President Donald Trump’s nominee to the Supreme Court, Justice Neil Gorsuch, cast his first major decision on Thursday — to allow a series of executions to move forward.
Gorsuch joined Chief Justice John Roberts and Justices Anthony Kennedy, Clarence Thomas, and Samuel Alito to clear the way for Arkansas to execute Ledell Lee. They didn’t explain their decision.
Lee is one of eight convicted murderers in Arkansas that the state has rushed to kill this month. Although the executions were supposed to begin on Monday, federal and state courts have so far halted the executions up until now.
Shortly after Gorsuch’s vote, Arkansas swiftly carried out the execution — the first it’s held since 2005. Lee took 12 minutes to die after drugs were administered, prison officials told reporters.
It’s unclear, at this point, how many or if any of the other executions Arkansas has planned for the month. Two more executions — of Jack Jones and Marcel Williams — are set for next Monday.
A death penalty expert called Arkansas’s original execution schedule “unprecedented.” “No state has ever attempted to execute this many people in such a short period of time,” Robert Dunham, executive director at the policy and research group the Death Penalty Information Center told Vox.
What’s more disturbing is why Arkansas is in such a rush. It’s not based on a substantive, urgent demand for the executions to take place. Instead, the state is worried that one of the execution drugs it will use in its drug cocktail, midazolam, will expire at the end of the month.
“The state has adopted a reckless execution schedule solely to permit it to carry out these executions by an artificial ‘kill by’ date on which its drugs expire,” Dunham said. “There is no legitimate penological reason, there is no legitimate criminal justice administration reason, to carry out that many executions in this short a time frame.”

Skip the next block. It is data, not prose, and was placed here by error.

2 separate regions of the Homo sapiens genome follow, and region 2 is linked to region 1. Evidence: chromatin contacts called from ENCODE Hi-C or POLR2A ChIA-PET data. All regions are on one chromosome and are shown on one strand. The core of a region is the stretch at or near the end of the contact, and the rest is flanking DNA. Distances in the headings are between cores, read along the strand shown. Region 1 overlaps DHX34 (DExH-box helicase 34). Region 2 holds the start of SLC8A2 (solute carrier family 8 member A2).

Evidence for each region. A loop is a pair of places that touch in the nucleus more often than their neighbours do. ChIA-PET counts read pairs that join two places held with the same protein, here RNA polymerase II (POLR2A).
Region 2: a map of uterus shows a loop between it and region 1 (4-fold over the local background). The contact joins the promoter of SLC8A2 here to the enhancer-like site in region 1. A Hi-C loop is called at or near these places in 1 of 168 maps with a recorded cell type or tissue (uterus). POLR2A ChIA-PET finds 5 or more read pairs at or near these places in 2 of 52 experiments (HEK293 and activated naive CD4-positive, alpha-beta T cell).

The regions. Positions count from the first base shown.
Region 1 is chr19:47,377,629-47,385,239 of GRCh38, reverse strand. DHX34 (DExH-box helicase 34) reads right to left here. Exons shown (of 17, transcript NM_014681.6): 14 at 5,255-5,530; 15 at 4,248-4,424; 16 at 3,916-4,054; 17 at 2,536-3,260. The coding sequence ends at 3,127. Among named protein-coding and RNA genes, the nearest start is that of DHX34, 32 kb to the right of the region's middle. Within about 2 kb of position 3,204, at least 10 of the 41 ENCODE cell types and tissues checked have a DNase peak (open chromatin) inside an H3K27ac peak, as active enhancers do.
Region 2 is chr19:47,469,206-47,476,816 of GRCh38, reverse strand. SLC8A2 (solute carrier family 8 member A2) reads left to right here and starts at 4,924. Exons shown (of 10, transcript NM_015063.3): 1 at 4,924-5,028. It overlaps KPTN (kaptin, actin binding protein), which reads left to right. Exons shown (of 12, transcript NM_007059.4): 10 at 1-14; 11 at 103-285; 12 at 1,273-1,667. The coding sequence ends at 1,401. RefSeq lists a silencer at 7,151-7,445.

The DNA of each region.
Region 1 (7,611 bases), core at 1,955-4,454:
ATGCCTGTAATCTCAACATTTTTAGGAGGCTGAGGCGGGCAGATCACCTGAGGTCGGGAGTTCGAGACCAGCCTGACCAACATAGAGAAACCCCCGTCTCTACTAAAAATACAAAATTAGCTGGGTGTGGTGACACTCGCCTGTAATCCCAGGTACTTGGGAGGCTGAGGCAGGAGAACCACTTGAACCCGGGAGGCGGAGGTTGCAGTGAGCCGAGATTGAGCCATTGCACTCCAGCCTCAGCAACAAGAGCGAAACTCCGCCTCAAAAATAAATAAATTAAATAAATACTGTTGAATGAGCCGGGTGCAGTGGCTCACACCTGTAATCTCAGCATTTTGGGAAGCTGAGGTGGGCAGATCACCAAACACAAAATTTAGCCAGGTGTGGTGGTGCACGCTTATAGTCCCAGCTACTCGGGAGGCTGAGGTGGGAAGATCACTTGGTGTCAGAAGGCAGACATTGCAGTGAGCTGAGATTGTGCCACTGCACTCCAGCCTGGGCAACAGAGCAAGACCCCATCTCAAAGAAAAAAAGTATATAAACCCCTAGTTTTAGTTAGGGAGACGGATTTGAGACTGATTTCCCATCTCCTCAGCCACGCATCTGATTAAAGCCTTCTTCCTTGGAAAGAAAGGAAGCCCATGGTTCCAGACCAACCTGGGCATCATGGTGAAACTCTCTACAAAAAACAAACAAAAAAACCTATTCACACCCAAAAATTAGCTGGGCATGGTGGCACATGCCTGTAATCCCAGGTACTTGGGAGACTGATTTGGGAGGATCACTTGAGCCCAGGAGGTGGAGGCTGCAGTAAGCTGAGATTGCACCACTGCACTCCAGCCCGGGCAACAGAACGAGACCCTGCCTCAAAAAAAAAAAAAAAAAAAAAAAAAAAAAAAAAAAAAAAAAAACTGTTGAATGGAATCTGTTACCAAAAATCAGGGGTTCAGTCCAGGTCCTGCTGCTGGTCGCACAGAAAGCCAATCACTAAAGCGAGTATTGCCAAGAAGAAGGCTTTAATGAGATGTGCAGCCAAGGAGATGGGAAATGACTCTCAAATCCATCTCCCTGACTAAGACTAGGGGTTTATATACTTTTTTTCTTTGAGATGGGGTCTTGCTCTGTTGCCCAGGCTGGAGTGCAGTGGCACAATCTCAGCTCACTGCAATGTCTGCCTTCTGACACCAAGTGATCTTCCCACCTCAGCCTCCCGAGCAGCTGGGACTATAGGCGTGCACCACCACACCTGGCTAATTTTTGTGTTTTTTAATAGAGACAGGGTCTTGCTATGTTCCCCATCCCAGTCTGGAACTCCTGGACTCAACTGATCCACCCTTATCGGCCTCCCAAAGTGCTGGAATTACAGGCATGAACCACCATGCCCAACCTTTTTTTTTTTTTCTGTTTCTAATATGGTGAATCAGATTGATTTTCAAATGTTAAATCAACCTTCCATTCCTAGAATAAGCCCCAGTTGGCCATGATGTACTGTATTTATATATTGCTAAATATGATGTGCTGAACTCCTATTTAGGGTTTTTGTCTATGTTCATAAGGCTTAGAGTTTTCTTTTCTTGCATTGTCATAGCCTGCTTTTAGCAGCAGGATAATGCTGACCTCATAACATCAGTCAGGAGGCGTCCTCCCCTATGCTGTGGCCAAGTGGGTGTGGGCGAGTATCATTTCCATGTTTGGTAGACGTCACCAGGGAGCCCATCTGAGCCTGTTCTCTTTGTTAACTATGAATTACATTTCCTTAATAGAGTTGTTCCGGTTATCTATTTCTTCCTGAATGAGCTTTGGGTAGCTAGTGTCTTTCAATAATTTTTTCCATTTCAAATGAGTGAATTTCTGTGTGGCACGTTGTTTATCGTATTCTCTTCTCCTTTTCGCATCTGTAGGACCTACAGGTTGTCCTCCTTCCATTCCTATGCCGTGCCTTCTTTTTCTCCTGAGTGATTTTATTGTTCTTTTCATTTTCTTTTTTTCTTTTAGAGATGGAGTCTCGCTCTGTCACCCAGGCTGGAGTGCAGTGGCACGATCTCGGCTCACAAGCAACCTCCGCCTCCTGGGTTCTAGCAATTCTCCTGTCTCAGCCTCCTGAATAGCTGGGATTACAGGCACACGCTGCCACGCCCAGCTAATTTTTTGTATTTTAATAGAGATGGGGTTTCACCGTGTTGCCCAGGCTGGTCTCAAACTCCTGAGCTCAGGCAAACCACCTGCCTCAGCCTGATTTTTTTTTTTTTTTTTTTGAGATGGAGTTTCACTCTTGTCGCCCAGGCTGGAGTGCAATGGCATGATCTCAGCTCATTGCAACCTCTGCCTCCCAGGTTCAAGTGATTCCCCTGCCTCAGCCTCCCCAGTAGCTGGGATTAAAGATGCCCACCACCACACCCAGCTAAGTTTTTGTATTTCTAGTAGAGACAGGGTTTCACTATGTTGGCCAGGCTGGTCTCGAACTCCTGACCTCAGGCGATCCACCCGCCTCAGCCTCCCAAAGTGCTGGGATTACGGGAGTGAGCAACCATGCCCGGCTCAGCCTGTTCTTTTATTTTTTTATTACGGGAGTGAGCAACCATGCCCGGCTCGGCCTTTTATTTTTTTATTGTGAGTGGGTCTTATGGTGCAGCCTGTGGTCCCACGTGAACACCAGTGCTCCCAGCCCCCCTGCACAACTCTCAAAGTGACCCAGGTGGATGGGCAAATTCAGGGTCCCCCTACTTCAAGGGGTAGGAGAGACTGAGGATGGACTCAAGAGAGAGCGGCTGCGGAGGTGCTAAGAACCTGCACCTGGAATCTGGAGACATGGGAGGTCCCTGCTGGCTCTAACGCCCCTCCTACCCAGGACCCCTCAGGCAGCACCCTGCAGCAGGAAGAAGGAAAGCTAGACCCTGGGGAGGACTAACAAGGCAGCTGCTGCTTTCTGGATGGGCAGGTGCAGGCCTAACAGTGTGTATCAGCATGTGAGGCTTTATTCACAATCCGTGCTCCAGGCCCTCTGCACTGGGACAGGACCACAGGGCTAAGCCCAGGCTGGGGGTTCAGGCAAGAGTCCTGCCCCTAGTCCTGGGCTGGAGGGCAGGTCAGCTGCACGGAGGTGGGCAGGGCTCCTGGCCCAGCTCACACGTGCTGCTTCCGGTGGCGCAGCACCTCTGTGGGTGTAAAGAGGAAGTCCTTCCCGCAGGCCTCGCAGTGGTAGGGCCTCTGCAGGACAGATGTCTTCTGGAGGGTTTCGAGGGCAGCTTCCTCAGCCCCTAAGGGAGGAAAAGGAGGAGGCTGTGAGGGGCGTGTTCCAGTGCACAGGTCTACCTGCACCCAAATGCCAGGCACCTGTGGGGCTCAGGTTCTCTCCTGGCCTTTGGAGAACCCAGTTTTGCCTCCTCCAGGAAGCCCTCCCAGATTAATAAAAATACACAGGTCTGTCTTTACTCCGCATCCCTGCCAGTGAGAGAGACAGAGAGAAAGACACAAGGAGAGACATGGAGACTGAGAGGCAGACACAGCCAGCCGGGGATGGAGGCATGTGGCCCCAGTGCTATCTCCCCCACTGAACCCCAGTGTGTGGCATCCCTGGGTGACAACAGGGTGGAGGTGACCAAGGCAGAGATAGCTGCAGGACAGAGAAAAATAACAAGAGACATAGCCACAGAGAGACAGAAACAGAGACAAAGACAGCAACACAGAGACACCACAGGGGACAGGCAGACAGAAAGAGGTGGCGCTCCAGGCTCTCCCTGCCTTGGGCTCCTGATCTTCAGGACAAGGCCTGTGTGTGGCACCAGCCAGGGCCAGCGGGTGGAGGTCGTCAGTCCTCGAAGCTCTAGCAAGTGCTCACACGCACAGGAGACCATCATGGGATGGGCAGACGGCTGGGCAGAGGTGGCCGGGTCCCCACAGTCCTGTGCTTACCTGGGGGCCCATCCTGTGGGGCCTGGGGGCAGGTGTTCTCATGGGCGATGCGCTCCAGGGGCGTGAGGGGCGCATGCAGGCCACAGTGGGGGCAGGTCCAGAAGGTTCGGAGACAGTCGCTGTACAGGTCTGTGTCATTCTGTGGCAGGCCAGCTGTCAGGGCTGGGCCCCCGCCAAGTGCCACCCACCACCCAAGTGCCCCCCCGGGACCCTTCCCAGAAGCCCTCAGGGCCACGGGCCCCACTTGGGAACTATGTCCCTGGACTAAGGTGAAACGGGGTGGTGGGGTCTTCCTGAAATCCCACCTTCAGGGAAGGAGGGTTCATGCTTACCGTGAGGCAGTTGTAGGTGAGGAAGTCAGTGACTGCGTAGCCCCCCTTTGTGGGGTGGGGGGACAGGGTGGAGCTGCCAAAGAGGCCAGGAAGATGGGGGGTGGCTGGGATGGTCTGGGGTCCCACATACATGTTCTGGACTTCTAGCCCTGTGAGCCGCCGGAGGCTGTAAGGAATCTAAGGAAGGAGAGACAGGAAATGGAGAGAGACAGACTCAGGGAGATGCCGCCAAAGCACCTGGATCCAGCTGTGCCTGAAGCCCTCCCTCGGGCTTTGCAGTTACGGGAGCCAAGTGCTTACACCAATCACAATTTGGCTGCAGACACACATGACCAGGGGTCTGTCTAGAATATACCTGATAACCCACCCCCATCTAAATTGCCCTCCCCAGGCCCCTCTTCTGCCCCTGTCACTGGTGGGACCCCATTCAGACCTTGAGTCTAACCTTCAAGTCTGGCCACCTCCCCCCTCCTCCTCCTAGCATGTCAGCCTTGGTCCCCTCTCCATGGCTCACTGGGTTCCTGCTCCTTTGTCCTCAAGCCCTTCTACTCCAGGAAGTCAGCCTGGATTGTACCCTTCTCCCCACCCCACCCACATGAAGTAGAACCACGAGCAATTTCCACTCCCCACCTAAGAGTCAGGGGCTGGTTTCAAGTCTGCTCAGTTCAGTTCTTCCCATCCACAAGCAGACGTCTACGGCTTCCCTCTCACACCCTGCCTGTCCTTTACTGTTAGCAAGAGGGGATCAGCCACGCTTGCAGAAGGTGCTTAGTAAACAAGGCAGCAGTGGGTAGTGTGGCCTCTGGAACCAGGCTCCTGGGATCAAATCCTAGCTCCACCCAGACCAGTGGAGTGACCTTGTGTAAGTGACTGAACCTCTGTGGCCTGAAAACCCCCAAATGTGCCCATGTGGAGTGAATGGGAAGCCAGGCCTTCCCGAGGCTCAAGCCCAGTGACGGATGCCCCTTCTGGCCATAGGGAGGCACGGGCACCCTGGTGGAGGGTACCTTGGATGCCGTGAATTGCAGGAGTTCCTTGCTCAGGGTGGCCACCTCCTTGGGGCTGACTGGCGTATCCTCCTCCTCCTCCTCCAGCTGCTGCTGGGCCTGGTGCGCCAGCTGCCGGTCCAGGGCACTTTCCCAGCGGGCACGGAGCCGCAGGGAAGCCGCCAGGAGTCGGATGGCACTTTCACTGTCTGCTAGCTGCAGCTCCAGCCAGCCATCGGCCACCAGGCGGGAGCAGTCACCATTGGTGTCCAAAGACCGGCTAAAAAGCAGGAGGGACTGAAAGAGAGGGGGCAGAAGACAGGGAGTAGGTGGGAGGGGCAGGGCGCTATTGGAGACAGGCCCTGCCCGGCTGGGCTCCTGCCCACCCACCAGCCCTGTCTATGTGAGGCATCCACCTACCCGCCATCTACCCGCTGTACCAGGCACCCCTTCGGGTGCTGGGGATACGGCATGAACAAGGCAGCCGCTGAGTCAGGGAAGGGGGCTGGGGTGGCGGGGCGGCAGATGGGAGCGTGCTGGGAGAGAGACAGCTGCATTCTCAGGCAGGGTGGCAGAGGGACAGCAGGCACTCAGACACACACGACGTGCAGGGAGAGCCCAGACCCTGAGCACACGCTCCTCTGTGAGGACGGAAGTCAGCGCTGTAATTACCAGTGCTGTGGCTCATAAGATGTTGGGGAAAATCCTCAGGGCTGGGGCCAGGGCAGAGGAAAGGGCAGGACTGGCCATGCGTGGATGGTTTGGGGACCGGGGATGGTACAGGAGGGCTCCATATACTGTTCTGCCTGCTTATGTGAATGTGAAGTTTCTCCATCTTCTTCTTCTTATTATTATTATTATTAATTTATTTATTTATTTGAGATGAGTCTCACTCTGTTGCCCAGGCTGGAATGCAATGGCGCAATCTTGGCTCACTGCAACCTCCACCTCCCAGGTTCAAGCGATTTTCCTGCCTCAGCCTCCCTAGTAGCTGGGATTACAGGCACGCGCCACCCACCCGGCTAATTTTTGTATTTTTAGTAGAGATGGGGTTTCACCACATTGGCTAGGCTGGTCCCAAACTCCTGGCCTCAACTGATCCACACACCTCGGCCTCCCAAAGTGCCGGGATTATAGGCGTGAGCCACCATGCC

Arkansas Gov. Asa Hutchinson told NPR: “In order to fulfill my duty as governor, it is necessary to schedule the executions prior to the expiration of that drug.”
The rush to push out Arkansas’s executions shows the dwindling status of the death penalty in America. But as states become more desperate to carry out executions in this environment, it’s possible we’ll see more gruesome plans like those in Arkansas.
Incredibly, some states are growing more desperate to avert the decline of capital punishment. Tennessee, for example, reinstated the possibility of the electric chair, Utah allowed the firing squad again, and Oklahoma permitted nitrogen gas. And in Arkansas, the governor set up an unprecedented execution schedule — just to avoid a product’s expiration date.
The fact that the United States carries out death penalties at all makes the nation stand out among most countries of the world.
As Amnesty International notes in its 2014 report, only nine nations across the globe still execute citizens. As one of those nine nations, the United States finds itself in the company of states like Iran, China, Somalia, Sudan and North Korea.
America’s status is remarkable not only because of its position as an active and often vocal supporter of human rights, but also due to its location. The U.S. is one of two western nations that still has a death penalty, and was the only country in the Americas to have executed a convict in 2013. Indeed, out of all of North America and Europe, only Kazakhstan still have laws allowing executions.
U.S. neighbors Canada and Mexico both abolished the practice, in 1976 and 2005 respectively. The European Union holds the official position that “the death penalty is cruel and inhuman, and has not been shown in any way to act as a deterrent to crime.” Europe goes as far as to make abolition a pre-requisite for membership, as well as banning the export of drugs that could be used in executions.
Out of the list of countries that do actively enforce the death penalty, most are authoritarian governments with a terrible track record of human rights. Seeing the United States listed among them is a strange sight, and one that should make death penalty advocates take notice of the company they keep.